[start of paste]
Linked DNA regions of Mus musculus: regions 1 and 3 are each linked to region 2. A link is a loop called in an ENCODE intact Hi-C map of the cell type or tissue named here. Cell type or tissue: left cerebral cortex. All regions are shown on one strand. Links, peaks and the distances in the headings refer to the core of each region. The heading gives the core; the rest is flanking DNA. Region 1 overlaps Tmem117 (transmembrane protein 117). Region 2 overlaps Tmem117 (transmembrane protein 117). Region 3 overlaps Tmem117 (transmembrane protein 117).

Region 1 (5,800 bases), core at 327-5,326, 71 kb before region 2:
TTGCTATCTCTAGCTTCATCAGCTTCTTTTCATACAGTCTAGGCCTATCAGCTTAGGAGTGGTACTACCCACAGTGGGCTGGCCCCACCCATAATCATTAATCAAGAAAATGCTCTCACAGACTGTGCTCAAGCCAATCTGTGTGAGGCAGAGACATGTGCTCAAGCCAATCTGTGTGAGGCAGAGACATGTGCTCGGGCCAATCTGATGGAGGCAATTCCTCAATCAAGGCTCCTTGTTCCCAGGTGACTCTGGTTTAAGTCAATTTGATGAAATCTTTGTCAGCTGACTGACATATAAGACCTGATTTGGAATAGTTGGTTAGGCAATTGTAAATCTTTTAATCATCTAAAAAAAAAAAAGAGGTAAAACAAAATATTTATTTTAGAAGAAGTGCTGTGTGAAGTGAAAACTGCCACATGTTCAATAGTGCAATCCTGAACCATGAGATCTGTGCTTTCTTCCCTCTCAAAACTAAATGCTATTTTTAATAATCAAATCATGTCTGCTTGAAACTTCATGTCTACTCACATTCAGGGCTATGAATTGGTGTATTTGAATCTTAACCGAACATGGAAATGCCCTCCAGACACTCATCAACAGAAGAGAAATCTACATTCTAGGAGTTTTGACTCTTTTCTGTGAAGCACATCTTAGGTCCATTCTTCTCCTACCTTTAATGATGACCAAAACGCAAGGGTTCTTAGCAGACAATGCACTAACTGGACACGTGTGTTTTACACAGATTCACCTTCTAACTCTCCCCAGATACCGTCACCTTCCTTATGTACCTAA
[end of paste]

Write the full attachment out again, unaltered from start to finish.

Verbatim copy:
Linked DNA regions of Mus musculus: regions 1 and 3 are each linked to region 2. A link is a loop called in an ENCODE intact Hi-C map of the cell type or tissue named here. Cell type or tissue: left cerebral cortex. All regions are shown on one strand. Links, peaks and the distances in the headings refer to the core of each region. The heading gives the core; the rest is flanking DNA. Region 1 overlaps Tmem117 (transmembrane protein 117). Region 2 overlaps Tmem117 (transmembrane protein 117). Region 3 overlaps Tmem117 (transmembrane protein 117).

Region 1 (5,800 bases), core at 327-5,326, 71 kb before region 2:
TTGCTATCTCTAGCTTCATCAGCTTCTTTTCATACAGTCTAGGCCTATCAGCTTAGGAGTGGTACTACCCACAGTGGGCTGGCCCCACCCATAATCATTAATCAAGAAAATGCTCTCACAGACTGTGCTCAAGCCAATCTGTGTGAGGCAGAGACATGTGCTCAAGCCAATCTGTGTGAGGCAGAGACATGTGCTCGGGCCAATCTGATGGAGGCAATTCCTCAATCAAGGCTCCTTGTTCCCAGGTGACTCTGGTTTAAGTCAATTTGATGAAATCTTTGTCAGCTGACTGACATATAAGACCTGATTTGGAATAGTTGGTTAGGCAATTGTAAATCTTTTAATCATCTAAAAAAAAAAAAGAGGTAAAACAAAATATTTATTTTAGAAGAAGTGCTGTGTGAAGTGAAAACTGCCACATGTTCAATAGTGCAATCCTGAACCATGAGATCTGTGCTTTCTTCCCTCTCAAAACTAAATGCTATTTTTAATAATCAAATCATGTCTGCTTGAAACTTCATGTCTACTCACATTCAGGGCTATGAATTGGTGTATTTGAATCTTAACCGAACATGGAAATGCCCTCCAGACACTCATCAACAGAAGAGAAATCTACATTCTAGGAGTTTTGACTCTTTTCTGTGAAGCACATCTTAGGTCCATTCTTCTCCTACCTTTAATGATGACCAAAACGCAAGGGTTCTTAGCAGACAATGCACTAACTGGACACGTGTGTTTTACACAGATTCACCTTCTAACTCTCCCCAGATACCGTCACCTTCCTTATGTACCTAA